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DoubleClick malvertising campaign exposes long-run beneath the radar malvertising infrastructure

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Today, at 2014-02-12 12:16:20 (CET), we became aware of a possible evasive/beneath the radar malvertising based g01pack exploit kit attack, taking place through the DoubleClick ad network using an advertisement featured at About.com.  Investigating further, we were able to identify the actual domains/IPs involved in the campaign, and perhaps most interestingly, managed to establish a rather interesting connection between the name servers of one of the domains involved in the attacks, and what appears to be a fully operational and running Ukrainian-based ad platform, Epom in this particular case.

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‘Hacking for hire’ teams occupy multiple underground market segments, monetize their malicious ‘know how’

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In a series of blog posts published throughout 2012, we’ve been highlighting the existence of a vibrant underground market segment, namely, that of ‘hacking for hire’ services, email hacking in particular. Commercially available as a service for years, the practice’s growth was once largely fueled by the release of DIY Web-based popular email provider hacking tools, which once acquired by prospective cybercriminals, quickly became the foundation for a successful business model. How have things changed nowadays, in terms of tactics, techniques and procedures? Profoundly. Case in point, we’ve been tracking two such ‘hacking for hire’ services, both of which offer […]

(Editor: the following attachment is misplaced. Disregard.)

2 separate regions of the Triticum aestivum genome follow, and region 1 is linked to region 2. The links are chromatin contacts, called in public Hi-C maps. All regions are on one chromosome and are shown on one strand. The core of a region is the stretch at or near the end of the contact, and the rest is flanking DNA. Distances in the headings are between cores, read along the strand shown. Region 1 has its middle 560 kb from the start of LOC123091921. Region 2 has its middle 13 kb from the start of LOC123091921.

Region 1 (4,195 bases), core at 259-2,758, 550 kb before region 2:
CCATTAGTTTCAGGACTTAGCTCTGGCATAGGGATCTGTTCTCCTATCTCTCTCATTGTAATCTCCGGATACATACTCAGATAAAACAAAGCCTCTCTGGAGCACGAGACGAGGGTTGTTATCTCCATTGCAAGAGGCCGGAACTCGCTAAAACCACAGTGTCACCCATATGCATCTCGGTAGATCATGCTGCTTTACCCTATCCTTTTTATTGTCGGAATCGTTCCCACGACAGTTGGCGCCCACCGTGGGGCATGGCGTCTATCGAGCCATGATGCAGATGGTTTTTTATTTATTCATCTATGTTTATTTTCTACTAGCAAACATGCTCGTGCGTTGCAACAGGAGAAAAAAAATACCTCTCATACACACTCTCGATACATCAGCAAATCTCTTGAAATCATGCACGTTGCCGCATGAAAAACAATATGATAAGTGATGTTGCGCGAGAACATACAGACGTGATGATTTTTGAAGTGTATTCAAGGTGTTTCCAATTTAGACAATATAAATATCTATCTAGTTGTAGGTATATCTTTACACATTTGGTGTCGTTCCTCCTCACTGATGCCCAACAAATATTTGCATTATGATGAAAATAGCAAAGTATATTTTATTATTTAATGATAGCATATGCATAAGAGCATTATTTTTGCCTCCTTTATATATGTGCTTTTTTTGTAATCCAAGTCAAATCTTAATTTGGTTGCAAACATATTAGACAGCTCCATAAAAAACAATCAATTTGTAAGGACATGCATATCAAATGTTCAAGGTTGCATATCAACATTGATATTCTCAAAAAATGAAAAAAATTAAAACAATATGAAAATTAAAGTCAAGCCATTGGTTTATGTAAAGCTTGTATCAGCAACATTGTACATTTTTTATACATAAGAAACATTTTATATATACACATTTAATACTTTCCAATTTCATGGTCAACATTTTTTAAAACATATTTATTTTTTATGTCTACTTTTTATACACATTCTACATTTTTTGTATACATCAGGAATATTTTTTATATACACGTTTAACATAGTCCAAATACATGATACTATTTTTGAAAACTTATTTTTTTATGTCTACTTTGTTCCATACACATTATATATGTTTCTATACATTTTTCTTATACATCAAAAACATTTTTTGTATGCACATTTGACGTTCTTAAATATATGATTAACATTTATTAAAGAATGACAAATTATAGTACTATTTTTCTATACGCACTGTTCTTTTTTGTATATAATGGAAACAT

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Malicious campaign relies on rogue WordPress sites, leads to client-side exploits through the Magnitude exploit kit

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In a cybercrime ecosystem populated by commercially available WordPress brute-forcing and mass vulnerable WordPress installation scanning tools, cybercriminals continue actively capitalizing on the platform’s leading market share within the Content Management System’s market segment. Successfully exploiting tens of thousands of installations on a daily basis, for the purpose of utilizing the legitimate infrastructure to achieve their fraudulent/malicious campaign objectives, the tactic is also largely driven by the over-supply of compromised/accounting data, usually embedded within sophisticated Web-based attack platforms like the ones we’ve profiled in the past. We’ve recently intercepted a malicious campaign exclusively relying on rogue WordPress sites, ultimately serving client-side exploits to users […]